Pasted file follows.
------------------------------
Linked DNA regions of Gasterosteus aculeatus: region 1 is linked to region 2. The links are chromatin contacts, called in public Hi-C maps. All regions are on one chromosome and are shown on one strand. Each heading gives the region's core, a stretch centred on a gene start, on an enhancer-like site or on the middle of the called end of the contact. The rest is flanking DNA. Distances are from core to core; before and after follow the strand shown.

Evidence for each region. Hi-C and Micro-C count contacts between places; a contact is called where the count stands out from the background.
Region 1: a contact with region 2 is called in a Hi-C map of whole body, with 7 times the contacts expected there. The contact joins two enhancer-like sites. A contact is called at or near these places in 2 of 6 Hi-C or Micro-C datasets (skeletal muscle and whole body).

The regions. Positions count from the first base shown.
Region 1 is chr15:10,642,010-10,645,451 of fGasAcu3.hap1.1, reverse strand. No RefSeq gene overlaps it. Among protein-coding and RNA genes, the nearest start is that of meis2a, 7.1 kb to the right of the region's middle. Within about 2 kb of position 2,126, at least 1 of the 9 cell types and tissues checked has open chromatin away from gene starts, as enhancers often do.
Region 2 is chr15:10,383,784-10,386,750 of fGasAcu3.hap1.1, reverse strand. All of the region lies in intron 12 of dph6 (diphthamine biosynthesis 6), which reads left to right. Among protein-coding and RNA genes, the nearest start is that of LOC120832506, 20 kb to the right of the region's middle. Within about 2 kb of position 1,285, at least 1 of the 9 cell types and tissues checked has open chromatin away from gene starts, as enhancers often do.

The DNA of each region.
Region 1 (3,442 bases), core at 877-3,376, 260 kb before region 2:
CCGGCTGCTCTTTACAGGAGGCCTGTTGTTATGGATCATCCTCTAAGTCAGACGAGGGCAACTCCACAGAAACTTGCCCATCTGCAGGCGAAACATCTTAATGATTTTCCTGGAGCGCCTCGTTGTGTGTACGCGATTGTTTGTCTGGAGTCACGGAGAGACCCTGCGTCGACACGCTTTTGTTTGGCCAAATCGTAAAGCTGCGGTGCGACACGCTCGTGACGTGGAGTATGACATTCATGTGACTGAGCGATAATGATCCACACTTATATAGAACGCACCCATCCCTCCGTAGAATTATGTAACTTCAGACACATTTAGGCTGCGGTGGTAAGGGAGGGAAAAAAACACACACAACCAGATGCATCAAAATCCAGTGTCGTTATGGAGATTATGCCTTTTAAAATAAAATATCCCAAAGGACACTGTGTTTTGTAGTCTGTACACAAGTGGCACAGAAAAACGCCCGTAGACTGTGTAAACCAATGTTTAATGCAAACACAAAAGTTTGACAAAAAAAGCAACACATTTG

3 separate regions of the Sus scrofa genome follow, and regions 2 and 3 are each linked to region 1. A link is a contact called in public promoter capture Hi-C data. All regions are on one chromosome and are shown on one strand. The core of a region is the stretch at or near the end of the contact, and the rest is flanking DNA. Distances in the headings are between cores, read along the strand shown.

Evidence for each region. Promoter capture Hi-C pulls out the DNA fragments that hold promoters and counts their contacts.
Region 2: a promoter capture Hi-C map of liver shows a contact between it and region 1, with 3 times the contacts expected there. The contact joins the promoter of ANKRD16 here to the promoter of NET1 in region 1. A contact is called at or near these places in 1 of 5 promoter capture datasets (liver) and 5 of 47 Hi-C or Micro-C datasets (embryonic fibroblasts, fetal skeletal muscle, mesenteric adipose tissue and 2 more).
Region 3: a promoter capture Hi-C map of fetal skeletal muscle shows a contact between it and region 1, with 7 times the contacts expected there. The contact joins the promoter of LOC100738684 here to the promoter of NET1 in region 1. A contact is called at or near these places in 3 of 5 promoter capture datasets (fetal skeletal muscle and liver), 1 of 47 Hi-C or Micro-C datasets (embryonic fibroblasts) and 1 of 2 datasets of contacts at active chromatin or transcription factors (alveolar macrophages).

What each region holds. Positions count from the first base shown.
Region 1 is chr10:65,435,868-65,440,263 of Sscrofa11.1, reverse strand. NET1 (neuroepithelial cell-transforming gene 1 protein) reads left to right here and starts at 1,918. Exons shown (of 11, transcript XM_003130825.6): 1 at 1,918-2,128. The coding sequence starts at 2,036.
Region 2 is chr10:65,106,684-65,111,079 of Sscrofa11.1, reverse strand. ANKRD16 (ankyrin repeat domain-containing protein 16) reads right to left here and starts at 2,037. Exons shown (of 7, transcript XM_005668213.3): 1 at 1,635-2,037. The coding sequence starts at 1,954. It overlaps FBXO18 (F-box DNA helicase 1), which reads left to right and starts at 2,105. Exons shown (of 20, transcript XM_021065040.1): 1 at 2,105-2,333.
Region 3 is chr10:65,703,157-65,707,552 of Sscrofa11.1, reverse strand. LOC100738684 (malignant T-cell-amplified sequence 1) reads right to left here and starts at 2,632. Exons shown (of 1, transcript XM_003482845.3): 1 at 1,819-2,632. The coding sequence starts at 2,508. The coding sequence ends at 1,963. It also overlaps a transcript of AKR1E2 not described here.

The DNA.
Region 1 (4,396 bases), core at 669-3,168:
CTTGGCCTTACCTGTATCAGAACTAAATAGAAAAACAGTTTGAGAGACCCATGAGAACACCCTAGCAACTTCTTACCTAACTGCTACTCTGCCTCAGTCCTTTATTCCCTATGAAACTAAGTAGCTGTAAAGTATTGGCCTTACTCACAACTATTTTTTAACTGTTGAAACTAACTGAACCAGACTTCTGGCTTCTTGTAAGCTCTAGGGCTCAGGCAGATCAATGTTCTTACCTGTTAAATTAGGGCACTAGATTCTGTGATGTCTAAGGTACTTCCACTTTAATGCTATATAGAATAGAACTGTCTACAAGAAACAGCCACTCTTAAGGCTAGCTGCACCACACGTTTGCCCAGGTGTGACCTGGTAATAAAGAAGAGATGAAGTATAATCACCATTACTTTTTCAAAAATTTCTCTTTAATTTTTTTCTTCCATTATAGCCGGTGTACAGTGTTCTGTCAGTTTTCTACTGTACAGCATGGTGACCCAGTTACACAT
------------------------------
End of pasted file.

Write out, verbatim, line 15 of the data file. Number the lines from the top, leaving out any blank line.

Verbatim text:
Region 1 is chr10:65,435,868-65,440,263 of Sscrofa11.1, reverse strand. NET1 (neuroepithelial cell-transforming gene 1 protein) reads left to right here and starts at 1,918. Exons shown (of 11, transcript XM_003130825.6): 1 at 1,918-2,128. The coding sequence starts at 2,036.